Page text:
Improving fingerprint search performance: An activity-oriented feature- filtering procedure and a corresponding similarity function were developed for molecule-specific fingerprints, recording ensembles of structural patterns such as the popular extended connectivity fingerprints. Shown are comparisons of search calculations for cyclooxygenase inhibitors based on k nearest neighbor (1NN, 10NN) and Tanimoto coefficient (Tc) calculations, and the ACF BDM approach introduced herein.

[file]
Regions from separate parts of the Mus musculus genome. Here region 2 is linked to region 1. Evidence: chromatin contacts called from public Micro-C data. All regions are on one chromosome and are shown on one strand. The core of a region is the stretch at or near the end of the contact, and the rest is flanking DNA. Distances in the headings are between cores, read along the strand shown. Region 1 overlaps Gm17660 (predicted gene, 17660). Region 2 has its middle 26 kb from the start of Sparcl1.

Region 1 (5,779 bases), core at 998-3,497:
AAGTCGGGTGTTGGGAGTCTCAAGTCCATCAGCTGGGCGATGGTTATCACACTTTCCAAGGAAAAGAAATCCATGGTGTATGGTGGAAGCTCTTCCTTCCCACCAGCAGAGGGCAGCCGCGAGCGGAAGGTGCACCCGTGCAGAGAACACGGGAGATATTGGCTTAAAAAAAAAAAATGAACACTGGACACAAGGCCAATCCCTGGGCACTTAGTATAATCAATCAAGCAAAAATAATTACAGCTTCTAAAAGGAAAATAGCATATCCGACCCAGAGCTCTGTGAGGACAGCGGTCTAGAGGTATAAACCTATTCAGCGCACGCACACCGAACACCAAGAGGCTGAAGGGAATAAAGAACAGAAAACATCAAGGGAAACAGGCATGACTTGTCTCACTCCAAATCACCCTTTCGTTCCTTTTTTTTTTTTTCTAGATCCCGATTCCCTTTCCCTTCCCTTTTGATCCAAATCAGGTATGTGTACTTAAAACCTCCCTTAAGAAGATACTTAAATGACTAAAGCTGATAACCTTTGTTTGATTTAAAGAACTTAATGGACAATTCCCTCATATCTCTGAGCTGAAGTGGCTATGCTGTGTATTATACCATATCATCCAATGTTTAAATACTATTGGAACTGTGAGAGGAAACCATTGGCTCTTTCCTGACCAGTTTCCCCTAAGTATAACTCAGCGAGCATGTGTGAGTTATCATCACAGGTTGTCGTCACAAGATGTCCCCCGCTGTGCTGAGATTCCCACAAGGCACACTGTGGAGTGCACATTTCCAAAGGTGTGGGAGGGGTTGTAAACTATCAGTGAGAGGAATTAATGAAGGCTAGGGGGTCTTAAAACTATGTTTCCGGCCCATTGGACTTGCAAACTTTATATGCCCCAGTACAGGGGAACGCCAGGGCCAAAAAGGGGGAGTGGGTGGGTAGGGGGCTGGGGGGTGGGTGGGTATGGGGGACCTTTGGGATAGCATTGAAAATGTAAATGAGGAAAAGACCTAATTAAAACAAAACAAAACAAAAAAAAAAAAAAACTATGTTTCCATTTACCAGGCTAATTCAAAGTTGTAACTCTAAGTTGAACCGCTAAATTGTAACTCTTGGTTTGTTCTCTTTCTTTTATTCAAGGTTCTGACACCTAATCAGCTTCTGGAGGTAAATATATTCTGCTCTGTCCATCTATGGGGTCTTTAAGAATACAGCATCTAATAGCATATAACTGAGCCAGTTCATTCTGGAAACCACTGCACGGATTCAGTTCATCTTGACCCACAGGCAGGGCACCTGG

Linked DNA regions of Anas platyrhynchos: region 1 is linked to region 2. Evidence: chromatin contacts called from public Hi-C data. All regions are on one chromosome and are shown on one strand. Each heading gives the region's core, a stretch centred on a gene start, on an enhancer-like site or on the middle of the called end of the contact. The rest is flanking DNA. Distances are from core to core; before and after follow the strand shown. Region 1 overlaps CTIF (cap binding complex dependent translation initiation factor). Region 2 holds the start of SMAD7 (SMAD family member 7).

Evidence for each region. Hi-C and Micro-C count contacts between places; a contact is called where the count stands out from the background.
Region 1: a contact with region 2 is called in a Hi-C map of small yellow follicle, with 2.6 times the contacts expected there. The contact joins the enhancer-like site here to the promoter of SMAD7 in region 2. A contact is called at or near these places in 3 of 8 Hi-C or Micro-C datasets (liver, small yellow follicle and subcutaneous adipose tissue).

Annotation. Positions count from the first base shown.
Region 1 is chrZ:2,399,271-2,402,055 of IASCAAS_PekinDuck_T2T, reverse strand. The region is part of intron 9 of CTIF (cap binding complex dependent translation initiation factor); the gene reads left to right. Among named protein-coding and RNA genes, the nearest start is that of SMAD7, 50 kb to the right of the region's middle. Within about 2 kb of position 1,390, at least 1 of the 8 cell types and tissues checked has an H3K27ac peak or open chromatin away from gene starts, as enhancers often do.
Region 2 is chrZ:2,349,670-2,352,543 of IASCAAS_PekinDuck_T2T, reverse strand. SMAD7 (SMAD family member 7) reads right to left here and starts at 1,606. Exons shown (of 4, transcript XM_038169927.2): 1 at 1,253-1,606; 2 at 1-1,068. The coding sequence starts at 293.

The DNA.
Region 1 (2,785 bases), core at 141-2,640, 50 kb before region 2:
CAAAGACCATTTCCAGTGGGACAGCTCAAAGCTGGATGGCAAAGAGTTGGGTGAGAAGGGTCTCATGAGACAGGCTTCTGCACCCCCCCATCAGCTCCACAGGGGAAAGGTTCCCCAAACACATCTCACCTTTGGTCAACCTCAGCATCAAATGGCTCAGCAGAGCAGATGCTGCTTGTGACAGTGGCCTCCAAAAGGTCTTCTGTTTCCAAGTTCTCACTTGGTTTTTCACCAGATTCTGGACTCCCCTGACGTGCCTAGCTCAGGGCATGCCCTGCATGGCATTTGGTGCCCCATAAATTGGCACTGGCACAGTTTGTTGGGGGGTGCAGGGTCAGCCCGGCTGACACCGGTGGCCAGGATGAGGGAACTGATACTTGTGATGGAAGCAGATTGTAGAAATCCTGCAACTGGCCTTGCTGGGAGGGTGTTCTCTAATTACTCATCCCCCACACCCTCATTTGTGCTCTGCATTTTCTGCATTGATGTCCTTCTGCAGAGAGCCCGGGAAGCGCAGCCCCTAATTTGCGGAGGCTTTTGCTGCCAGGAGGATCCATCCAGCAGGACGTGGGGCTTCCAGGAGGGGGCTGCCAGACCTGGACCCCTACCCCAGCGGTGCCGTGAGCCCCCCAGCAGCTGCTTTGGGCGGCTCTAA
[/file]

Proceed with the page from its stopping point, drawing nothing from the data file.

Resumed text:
The Pipeline Pilot extended connectivity fingerprints (ECFPs) are currently among the most popular similarity search tools in drug discovery settings. ECFPs do not have a fixed bit string format but generate variable numbers of structural features for individual test molecules. This variable string design makes ECFP representations amenable to compound-class-directed modification. We have devised an intuitive feature-filtering technique that focuses ECFP search calculations on feature string ensembles of given compound activity classes. In combination with a simple bit-density-dependent similarity function, feature filtering consistently improved the search performance of ECFP calculations based on Tanimoto similarity and state-of-the-art data fusion techniques on a diverse array of activity classes. Feature filtering and the bit density similarity metric are easily implemented in the Pipeline Pilot environment. The approach provides a viable alternative to conventional similarity searching and should be of general interest to further improve the success rate of practical ECFP applications.